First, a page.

Top 10 Movies EVERYONE Watches in Film School

Written by Q.V. Hough

The best movies that will be shown to budding directors, filmmakers, and cinephiles who find themselves studying in film school as examples of outstanding cinema. WatchMojo presents the Top 10 Movies You Will Most Likely watch in film school! But what will take the top spot? Breathless, Seven Samurai, or Citizen Kane? Watch to find out!

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Narratively and visually, these films are the essentials for any self-respecting cinephile. Welcome to, and today we’re counting down our picks for the top 10 movies shown in film school.

For this list, we’re focusing on the influential motion pictures that are most often shown by film or media professors when discussing the craft of filmmaking.

#10: “City Lights” (1931)

Aside from being lauded for its technical precision, Charlie Chaplin’s beloved silent film, “City Lights” not only brings plenty of heart, but also essentially changed the moviemaking industry. Chaplin’s mastery of movement demonstrated that he had a keen understanding of the visual aesthetic necessary to incite laughs and engage the audience in his antics – and as the director, producer, and star he was in a prime position to articulate that vision. With its central love story featuring the iconic “Tramp” character seeking the affection of a blind woman, the film more than delivers on romance and clever gags. And by the finale of “City Lights”, Chaplin’s proficiency as a filmmaker sets the stage for his magical moment as a performer, highlighting the importance of character development.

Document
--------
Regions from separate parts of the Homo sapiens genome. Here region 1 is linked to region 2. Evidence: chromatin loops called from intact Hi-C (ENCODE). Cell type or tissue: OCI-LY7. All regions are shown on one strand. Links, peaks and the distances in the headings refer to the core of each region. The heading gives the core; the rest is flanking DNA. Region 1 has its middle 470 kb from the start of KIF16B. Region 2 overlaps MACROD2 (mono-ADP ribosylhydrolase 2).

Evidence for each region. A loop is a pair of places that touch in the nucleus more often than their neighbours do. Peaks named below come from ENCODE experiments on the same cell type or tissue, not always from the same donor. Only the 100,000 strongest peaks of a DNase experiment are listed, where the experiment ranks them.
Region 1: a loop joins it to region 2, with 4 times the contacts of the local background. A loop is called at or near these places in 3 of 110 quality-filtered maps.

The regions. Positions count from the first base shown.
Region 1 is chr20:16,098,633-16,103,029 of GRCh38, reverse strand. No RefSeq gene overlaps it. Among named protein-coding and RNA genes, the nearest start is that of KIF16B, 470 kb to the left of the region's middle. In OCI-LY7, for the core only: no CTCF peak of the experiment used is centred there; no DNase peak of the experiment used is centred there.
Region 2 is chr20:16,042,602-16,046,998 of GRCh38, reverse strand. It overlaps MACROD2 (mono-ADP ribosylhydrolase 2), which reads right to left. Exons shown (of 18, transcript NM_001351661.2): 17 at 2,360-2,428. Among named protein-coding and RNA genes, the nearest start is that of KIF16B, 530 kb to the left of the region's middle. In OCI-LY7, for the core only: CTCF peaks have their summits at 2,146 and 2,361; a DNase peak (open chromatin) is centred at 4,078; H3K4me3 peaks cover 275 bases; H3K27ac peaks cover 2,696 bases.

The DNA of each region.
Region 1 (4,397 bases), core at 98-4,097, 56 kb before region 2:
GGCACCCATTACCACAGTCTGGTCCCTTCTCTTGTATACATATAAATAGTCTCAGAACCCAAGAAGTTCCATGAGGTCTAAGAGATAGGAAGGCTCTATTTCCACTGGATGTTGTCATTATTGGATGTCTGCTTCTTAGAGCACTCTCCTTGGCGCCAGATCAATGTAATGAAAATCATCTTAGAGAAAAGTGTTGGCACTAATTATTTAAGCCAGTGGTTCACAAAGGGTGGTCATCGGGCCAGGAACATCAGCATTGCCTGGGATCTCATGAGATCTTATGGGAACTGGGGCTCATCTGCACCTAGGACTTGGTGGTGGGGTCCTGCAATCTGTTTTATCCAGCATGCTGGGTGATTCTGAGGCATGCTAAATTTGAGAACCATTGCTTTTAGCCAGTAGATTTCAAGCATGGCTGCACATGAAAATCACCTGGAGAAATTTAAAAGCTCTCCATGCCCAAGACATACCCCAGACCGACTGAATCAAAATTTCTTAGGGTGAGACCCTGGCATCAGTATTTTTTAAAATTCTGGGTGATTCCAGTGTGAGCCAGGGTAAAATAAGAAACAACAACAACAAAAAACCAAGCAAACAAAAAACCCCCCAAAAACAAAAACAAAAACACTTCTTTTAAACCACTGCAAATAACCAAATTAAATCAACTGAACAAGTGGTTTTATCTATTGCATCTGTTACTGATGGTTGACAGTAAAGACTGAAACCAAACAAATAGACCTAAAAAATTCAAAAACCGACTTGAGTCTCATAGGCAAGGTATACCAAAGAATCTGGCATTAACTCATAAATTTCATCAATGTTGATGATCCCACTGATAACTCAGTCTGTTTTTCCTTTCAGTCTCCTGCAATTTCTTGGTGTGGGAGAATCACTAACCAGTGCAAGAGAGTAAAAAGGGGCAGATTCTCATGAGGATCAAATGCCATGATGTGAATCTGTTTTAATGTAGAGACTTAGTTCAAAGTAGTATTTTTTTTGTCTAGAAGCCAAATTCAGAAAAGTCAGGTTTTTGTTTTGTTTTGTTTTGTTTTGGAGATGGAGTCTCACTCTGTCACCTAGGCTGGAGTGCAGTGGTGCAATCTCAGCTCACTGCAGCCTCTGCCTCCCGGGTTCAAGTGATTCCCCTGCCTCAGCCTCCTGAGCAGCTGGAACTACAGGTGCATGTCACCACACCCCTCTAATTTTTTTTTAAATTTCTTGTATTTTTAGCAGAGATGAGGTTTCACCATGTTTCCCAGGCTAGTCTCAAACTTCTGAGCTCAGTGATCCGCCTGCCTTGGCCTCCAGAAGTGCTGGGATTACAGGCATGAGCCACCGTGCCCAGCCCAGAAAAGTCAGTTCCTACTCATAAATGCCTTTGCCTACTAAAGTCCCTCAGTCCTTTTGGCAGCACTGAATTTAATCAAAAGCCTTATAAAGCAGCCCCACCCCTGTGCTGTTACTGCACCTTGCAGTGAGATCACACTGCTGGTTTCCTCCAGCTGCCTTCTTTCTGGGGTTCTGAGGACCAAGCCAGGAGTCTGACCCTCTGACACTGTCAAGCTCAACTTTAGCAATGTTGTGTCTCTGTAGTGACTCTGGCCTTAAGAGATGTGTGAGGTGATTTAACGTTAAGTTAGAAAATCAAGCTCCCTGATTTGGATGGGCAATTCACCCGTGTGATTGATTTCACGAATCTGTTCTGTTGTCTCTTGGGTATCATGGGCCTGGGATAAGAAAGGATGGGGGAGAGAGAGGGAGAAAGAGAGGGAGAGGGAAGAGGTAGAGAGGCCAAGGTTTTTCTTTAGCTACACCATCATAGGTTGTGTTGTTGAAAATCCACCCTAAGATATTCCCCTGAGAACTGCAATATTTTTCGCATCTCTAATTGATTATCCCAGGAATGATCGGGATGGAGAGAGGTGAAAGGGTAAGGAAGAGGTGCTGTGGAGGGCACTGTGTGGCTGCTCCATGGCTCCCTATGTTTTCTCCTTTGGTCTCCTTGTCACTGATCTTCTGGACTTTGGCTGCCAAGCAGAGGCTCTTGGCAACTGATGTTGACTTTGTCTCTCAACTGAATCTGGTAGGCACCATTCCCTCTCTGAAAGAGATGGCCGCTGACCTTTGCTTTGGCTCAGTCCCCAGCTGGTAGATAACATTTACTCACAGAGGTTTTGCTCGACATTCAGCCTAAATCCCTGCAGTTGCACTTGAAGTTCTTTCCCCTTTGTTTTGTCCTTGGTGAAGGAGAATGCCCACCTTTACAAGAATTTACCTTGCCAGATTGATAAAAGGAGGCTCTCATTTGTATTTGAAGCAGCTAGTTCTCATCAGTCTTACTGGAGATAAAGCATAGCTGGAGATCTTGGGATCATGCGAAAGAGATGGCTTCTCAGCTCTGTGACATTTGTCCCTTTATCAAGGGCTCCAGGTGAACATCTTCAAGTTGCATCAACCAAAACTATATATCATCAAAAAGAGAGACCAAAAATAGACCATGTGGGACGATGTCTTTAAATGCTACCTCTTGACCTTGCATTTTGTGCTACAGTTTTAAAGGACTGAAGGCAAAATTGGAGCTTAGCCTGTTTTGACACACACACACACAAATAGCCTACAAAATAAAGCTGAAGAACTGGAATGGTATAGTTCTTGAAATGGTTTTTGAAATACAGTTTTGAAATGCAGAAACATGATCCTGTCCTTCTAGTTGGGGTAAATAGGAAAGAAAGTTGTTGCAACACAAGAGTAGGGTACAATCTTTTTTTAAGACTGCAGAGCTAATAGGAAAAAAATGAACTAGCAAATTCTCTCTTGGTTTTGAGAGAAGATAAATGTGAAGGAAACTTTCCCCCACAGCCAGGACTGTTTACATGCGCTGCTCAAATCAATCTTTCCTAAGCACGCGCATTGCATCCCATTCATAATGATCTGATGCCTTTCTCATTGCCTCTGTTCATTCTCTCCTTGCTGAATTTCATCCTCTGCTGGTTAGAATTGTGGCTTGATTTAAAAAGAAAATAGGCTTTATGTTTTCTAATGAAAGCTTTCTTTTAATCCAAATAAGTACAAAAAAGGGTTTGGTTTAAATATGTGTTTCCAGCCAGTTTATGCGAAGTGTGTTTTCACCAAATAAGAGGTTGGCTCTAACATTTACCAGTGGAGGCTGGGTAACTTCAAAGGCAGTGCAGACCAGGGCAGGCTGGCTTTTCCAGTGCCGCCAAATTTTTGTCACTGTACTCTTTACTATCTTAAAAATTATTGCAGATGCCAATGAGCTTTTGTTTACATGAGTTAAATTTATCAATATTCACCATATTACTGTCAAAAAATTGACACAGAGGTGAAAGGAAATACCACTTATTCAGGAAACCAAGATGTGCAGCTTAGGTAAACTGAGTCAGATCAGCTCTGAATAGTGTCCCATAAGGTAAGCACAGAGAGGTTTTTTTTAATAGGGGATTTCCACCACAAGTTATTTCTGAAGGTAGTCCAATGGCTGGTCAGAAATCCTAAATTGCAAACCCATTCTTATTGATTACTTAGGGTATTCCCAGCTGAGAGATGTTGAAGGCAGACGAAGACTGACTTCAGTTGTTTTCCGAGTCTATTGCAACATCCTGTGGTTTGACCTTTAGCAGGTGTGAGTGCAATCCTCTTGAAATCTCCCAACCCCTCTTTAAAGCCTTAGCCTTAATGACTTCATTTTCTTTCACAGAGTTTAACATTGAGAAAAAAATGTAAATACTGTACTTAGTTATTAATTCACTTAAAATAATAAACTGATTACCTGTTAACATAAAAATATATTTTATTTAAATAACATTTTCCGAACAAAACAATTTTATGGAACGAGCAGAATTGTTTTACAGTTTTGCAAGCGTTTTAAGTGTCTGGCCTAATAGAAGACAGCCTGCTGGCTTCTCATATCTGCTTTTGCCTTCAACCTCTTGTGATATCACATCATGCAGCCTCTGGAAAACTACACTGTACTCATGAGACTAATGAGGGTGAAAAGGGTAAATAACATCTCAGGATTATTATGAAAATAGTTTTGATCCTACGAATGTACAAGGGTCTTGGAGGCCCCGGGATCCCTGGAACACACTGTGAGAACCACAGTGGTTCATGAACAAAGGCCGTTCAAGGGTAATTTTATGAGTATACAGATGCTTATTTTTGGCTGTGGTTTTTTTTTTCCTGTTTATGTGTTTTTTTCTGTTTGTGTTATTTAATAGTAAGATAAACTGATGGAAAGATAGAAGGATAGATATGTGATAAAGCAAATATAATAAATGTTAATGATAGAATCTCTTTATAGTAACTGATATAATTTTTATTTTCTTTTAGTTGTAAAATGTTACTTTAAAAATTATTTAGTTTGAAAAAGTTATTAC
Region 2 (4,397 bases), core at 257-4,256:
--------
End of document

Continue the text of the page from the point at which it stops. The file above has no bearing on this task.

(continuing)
#9: “The Graduate” (1967)

While this Mike Nichols classic has lost some of its luster since the late sixties, it remains a definitive satire of its time. Starring Dustin Hoffman in his breakout role, and Anne Bancroft as the alluring Mrs. Robinson, “The Graduate” mixes brilliant storytelling with refined direction. On paper, the inherent conflict jumps off the page, as Benjamin Braddock falls for Elaine, the daughter of Mrs. Robinson. But given the overall character study and sly humor of the film, it stands up as a conversation starter on character motivation and viewer identification– especially when analyzing the introspective ending of the film. In other words, do you sympathize more with Benjamin or Mrs. Robinson?

#8: “Mulholland Drive” (2001)

David Lynch’s 1986 classic “Blue Velvet” is another film school essential, as his recurring themes pervade the unorthodox narrative, opening the viewer’s mind to cinema’s possibilities. But in terms of 21st century filmmaking, “Mulholland Drive” strays heavily from the usual narratives of commercial films. Set in Los Angeles, “Mulholland Drive” offers a surreal take on the big city experience. Lynch relies less on rigid structuring and captures his audiences through mood and dream-like imagery. Touching on a mix of genres, particularly the film noir of Hollywood’s past, “Mulholland Drive” requires patient viewing and doesn’t provide easy answers for audiences.

#7: “The Godfather” (1972)

By the early 70s, the gangster genre had undergone various alterations, but no film had investigated a mob family quite like Francis Ford Coppola’s “The Godfather.” For a first-time viewer, the names Al Pacino and Marlon Brando have a certain effect, as most film students understand their pop culture relevance. But in terms of craft and the technique of constructing a film, “The Godfather” masterfully delivers throughout, in dialogue, performance and increasing tension. And at three hours long, it’s a perfect example of how cinema may transcend length if the storytelling is tight.

#6: “Psycho” (1960)

Known as “The Master of Suspense,” Alfred Hitchcock wasn’t necessarily praised throughout the majority of his career. But as filmmaking auteurs paid closer attention to his work, the more admired he became. And so, a film like “Psycho” received increased attention for its collective brilliance beyond the infamous shower scene. In terms of plot, “Psycho” reveals a director fully aware of what buttons to push, with its leading lady getting killed in the first act. And the visuals and editing techniques manipulate the viewer even more. It takes brilliant performers to sell each particular scene by building tension and mystery, showing that a proper understanding of directorial technique goes a long way.